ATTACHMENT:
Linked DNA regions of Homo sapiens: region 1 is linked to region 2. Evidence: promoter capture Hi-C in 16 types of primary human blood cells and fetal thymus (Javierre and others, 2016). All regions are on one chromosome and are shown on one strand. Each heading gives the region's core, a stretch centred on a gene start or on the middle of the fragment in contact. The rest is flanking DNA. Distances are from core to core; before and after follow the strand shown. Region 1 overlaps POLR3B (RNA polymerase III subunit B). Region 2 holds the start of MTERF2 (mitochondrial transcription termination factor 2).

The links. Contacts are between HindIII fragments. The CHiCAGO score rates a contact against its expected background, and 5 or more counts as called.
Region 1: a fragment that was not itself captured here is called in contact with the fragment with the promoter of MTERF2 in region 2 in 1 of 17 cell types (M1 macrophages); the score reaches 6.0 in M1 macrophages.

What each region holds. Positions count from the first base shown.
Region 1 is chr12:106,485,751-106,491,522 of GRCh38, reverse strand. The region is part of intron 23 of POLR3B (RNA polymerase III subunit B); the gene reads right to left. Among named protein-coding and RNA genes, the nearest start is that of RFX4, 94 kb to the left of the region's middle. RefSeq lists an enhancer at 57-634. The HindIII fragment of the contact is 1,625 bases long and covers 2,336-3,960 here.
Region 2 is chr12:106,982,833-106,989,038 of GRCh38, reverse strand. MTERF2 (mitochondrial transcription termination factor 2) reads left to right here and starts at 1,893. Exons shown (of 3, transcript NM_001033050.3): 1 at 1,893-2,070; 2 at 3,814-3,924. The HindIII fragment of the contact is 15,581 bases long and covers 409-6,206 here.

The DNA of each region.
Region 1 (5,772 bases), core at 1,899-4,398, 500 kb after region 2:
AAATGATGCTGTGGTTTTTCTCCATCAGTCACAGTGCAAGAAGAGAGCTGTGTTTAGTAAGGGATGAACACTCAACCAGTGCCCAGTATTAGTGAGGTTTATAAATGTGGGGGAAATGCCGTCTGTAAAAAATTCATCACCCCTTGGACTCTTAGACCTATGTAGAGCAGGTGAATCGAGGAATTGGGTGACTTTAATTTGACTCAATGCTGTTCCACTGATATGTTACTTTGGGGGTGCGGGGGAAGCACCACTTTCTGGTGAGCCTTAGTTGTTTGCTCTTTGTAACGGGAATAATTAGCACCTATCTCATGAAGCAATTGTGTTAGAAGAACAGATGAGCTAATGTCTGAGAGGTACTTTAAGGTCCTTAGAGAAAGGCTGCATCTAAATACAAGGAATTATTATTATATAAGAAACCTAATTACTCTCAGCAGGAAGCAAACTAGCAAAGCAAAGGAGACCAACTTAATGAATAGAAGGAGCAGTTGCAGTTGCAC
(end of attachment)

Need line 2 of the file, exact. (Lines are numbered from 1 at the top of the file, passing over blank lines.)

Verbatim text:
The links. Contacts are between HindIII fragments. The CHiCAGO score rates a contact against its expected background, and 5 or more counts as called.